A brief look at the political and economic data for the Central European(1) countries could lead us to think that these countries, irreversibly set on the path to membership in European political and military organizations, could simply decide to ignore their Eastern neighbors. There is indeed a strong temptation to follow the road first traveled by the Czech Republic since 1993: to jettison neighbors and regional cooperation in the blind struggle to join Western institutions. Indeed, the gap in economic performance between Ukraine and the Central European countries is so large that from a certain, economic perspective talks about a new "wall" dividing Europe start seeming more real than far-fetched.(2)
Yet, as I would like to show in this article, the security concerns of Central Europe and Ukraine are related in ways that go beyond their differences in economic performance. Indeed, the Ukrainian-Central European relationship is one of the keys to future stability in Europe and continued economic growth in the Visegrad countries. As stated by Kuzio, "no solution to Central Europe's security concerns will be comprehensive without dealing with Russian and Ukrainian security fears and threat perceptions."(3)
I begin this article by sketching several aspects of Ukraine's domestic and international situation which set the basis for its relationship with the Central European states. On this basis, I then discuss several ways in which the Central European states can play a constructive role in Ukrainian security. I end with some considerations about the importance of Ukraine for Central European security, and about the significance of this link from the perspective of Western security interests as well.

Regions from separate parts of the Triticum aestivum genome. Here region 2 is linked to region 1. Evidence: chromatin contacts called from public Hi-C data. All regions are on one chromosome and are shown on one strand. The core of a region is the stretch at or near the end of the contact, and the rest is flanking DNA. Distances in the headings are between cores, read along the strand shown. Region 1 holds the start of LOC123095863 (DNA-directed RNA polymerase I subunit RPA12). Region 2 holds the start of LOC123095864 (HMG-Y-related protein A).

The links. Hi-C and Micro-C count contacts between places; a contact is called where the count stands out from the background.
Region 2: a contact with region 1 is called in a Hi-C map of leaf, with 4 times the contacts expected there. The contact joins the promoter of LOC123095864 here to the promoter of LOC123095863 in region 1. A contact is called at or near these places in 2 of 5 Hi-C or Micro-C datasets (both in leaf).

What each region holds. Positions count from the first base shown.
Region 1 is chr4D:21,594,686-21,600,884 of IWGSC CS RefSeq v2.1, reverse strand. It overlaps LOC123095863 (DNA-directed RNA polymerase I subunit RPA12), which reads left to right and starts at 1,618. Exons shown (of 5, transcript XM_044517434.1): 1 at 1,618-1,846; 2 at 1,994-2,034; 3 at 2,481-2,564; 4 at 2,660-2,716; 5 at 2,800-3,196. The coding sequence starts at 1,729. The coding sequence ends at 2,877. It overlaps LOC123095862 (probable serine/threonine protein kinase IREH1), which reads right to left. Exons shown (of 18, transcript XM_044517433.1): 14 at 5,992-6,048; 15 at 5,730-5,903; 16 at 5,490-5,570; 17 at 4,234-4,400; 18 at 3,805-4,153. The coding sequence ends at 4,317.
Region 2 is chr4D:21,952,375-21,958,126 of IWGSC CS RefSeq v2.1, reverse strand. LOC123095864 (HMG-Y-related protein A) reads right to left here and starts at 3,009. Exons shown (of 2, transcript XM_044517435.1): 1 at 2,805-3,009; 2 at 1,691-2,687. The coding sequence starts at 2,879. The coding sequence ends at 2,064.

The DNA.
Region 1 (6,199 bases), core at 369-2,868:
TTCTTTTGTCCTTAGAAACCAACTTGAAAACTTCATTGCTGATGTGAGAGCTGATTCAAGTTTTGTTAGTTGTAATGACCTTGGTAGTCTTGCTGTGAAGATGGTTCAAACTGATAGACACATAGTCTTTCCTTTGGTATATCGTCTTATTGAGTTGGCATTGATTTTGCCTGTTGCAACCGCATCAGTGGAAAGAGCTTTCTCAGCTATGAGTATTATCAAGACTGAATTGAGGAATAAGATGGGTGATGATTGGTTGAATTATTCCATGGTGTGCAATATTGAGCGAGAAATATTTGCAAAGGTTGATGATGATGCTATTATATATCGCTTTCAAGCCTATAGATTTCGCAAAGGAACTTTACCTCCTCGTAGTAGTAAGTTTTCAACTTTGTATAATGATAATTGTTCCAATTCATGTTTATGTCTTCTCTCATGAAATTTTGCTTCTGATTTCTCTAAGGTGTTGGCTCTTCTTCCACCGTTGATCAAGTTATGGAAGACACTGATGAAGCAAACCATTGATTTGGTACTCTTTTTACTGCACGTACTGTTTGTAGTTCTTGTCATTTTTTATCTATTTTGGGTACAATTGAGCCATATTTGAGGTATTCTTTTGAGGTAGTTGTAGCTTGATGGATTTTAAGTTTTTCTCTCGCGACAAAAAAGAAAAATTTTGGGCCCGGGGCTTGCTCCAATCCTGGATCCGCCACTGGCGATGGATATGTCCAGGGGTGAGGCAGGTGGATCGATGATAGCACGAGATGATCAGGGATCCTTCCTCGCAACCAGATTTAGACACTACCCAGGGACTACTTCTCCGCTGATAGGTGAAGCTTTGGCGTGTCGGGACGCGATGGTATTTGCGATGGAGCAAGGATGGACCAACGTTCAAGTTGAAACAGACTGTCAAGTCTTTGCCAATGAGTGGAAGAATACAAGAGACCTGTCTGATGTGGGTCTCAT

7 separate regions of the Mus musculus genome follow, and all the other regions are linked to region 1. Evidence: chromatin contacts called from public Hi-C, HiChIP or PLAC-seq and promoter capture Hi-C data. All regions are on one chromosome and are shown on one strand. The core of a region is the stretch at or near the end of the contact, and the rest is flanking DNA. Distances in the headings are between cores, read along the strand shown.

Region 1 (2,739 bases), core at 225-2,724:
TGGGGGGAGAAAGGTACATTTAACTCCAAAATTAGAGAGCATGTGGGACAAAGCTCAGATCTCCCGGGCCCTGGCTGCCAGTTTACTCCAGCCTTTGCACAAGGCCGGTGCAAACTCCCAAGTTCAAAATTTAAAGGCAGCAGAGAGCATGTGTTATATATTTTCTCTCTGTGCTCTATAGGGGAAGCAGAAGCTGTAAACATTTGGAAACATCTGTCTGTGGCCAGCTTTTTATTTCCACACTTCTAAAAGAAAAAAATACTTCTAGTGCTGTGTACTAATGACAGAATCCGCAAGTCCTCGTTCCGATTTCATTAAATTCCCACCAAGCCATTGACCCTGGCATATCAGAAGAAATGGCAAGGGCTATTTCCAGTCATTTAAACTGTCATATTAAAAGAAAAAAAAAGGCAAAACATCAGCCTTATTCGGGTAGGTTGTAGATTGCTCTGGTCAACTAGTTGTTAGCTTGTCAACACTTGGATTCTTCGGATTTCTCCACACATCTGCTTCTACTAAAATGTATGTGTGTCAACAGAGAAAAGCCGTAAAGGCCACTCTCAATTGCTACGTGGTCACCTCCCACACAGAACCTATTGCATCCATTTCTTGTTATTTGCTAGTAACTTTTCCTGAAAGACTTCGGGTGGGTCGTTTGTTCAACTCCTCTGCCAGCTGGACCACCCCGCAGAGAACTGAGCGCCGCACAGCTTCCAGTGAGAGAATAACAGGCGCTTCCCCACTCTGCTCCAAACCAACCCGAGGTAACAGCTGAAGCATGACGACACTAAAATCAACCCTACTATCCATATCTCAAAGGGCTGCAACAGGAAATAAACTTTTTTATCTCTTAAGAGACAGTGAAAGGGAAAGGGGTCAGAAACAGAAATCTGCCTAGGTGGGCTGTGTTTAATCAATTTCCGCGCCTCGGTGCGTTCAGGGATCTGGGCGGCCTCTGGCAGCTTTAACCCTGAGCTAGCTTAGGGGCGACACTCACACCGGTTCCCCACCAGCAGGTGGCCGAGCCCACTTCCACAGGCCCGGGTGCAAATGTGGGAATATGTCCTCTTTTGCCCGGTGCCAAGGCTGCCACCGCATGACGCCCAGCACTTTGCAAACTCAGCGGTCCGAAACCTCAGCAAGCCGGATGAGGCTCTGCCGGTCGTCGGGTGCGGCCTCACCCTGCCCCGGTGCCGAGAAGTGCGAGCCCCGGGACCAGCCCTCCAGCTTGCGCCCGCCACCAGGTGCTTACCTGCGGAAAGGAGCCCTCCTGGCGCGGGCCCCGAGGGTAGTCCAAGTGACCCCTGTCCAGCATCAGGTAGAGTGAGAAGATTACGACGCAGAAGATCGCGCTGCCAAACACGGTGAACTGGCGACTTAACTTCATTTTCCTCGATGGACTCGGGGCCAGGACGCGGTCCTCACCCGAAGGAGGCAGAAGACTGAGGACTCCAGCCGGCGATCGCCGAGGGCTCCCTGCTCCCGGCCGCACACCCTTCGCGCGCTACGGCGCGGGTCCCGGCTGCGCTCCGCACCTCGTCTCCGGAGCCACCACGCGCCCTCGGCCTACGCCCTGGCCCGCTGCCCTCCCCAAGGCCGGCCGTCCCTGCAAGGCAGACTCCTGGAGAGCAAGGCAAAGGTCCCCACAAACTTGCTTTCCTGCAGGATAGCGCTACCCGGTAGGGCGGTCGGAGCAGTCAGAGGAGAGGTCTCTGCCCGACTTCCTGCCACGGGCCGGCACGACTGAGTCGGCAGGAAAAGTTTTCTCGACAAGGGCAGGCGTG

UKRAINE'S SITUATION AND ITS IMPACT ON RELATIONS WITH CENTRAL EUROPE
Relations between Ukraine and the Central European states can hardly be considered as simply "bilateral" On the contrary, the very nature of Ukraine's geopolitical situation puts the country at the center of a variety of economic, political, strategic and cultural relationships involving third countries, first and foremost Russia.
From a purely geopolitical perspective, Ukraine could be affected by several conflicts of a triangular nature. As stated by Dunn, "as a former super-power and a still great regional power, Russia retains interests in South-eastern Europe (e.g., in the Balkans and Moldova/Trans-Dniester) which can be most easily accessed via Ukraine."(4) Other ethnic and territorial conflicts existing in the former Soviet bloc can also play an important role in the creation of "security triangles" and multi-lateral relationships involving Ukraine and Eastern Europe in addition to Russia.
We can identify at least four such multi-lateral relationships: a "Ukraine-Russia-Moldova-Romania" axis a "Ukraine-Moldova-Romania-Hungary" axis, a "Ukraine-Belorus-Russia" triangle, and a "Ukraine-Central Europe-Russia" triangle. These multilateral relationships can be understood as "axis" along which Russia might be drawn into Ukrainian politics in the pursuit of interests elsewhere in the region. Russia could be drawn into Ukrainian politics through the workings of the "Ukraine-Russia-Moldova-Romania" axis in the following way: any unification of Moldova with Romania (an increasingly remote possibility) could lead to the full secession of the Slavic-dominated Trans-Dnestria and could involve Ukraine, not only because of the large number of ethnic Ukrainians in the region, but also because the Russian-dominated leadership in Trans-Dnestria has cooperated with Russian separatists elsewhere in Ukraine (Crimea). The presence of Russia's 14th Army in Moldova, often acting outside any official line of control from Moscow, is also perceived as a threat by Ukraine. Moreover, any Russian military intervention in the Trans-Dniester would directly or indirectly affect Ukraine as well.(5)